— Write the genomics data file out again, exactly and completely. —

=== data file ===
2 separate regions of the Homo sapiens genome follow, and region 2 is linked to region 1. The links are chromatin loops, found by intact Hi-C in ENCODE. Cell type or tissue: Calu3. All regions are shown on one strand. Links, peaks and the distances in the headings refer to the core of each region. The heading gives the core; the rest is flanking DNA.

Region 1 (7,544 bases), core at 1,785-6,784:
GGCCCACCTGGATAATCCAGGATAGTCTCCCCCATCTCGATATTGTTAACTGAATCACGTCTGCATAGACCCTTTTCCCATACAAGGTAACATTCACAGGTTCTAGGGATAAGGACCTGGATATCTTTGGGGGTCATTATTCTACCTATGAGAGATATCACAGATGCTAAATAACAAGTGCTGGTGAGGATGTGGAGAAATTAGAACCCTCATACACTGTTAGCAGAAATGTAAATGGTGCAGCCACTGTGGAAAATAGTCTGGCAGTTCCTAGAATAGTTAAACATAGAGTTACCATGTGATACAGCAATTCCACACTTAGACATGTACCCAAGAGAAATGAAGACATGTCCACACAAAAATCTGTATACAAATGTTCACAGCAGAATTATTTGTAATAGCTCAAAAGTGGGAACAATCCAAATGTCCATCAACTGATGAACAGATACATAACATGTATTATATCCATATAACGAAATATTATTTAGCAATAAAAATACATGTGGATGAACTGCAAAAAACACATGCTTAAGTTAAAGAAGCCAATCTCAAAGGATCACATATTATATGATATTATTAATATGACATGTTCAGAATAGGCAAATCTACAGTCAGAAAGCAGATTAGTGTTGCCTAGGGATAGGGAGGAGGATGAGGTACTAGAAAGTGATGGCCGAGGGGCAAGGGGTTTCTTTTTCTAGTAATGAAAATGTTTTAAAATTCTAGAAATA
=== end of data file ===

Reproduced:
2 separate regions of the Homo sapiens genome follow, and region 2 is linked to region 1. The links are chromatin loops, found by intact Hi-C in ENCODE. Cell type or tissue: Calu3. All regions are shown on one strand. Links, peaks and the distances in the headings refer to the core of each region. The heading gives the core; the rest is flanking DNA.

Region 1 (7,544 bases), core at 1,785-6,784:
GGCCCACCTGGATAATCCAGGATAGTCTCCCCCATCTCGATATTGTTAACTGAATCACGTCTGCATAGACCCTTTTCCCATACAAGGTAACATTCACAGGTTCTAGGGATAAGGACCTGGATATCTTTGGGGGTCATTATTCTACCTATGAGAGATATCACAGATGCTAAATAACAAGTGCTGGTGAGGATGTGGAGAAATTAGAACCCTCATACACTGTTAGCAGAAATGTAAATGGTGCAGCCACTGTGGAAAATAGTCTGGCAGTTCCTAGAATAGTTAAACATAGAGTTACCATGTGATACAGCAATTCCACACTTAGACATGTACCCAAGAGAAATGAAGACATGTCCACACAAAAATCTGTATACAAATGTTCACAGCAGAATTATTTGTAATAGCTCAAAAGTGGGAACAATCCAAATGTCCATCAACTGATGAACAGATACATAACATGTATTATATCCATATAACGAAATATTATTTAGCAATAAAAATACATGTGGATGAACTGCAAAAAACACATGCTTAAGTTAAAGAAGCCAATCTCAAAGGATCACATATTATATGATATTATTAATATGACATGTTCAGAATAGGCAAATCTACAGTCAGAAAGCAGATTAGTGTTGCCTAGGGATAGGGAGGAGGATGAGGTACTAGAAAGTGATGGCCGAGGGGCAAGGGGTTTCTTTTTCTAGTAATGAAAATGTTTTAAAATTCTAGAAATA